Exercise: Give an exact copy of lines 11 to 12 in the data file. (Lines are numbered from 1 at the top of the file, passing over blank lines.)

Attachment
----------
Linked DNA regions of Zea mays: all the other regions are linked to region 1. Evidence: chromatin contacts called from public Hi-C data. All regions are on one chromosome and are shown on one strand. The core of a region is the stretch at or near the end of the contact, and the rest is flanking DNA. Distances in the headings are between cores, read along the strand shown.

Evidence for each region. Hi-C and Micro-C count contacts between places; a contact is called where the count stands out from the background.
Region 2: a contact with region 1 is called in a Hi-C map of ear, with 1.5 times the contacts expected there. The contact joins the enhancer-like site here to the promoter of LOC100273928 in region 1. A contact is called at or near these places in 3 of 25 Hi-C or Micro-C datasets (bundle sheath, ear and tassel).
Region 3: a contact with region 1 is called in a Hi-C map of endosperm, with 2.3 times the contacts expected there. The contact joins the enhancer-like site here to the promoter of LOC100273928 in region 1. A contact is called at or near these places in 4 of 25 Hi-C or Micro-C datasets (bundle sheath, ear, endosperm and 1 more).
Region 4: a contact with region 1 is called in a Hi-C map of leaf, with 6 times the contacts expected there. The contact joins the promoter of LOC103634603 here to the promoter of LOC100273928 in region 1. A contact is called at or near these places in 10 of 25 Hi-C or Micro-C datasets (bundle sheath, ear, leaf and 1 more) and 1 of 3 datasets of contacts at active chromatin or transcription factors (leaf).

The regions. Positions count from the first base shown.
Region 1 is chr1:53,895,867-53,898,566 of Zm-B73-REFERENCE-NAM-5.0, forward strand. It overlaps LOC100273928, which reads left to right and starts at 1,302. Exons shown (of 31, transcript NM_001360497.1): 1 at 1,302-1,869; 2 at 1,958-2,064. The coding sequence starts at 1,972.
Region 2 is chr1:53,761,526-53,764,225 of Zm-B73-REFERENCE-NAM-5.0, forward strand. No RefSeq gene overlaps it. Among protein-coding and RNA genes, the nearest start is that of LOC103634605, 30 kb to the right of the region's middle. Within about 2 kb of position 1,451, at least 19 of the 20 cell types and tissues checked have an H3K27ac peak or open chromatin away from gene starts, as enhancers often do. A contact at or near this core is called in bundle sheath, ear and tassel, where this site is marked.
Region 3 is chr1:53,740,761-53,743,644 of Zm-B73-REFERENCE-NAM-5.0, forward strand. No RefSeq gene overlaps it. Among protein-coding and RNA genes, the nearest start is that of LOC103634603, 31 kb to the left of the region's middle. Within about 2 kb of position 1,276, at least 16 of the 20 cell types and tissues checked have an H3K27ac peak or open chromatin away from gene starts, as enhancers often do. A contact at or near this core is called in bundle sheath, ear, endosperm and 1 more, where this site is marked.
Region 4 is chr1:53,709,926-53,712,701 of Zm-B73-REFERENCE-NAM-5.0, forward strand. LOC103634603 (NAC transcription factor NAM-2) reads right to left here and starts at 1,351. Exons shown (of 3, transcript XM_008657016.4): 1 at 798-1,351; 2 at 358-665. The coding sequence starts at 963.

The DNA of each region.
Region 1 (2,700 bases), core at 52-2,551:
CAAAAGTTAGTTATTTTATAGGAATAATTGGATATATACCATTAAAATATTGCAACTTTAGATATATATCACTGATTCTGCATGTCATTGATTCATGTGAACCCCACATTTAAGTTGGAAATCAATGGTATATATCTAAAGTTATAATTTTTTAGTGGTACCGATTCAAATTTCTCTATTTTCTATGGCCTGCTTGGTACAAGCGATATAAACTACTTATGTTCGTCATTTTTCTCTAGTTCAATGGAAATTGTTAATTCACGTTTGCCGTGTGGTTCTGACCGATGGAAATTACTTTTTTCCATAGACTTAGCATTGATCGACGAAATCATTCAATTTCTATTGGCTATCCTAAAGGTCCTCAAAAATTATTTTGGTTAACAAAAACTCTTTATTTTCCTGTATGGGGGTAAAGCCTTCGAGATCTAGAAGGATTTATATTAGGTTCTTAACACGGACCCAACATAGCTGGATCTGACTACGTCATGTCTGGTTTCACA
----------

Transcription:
The DNA of each region.
Region 1 (2,700 bases), core at 52-2,551: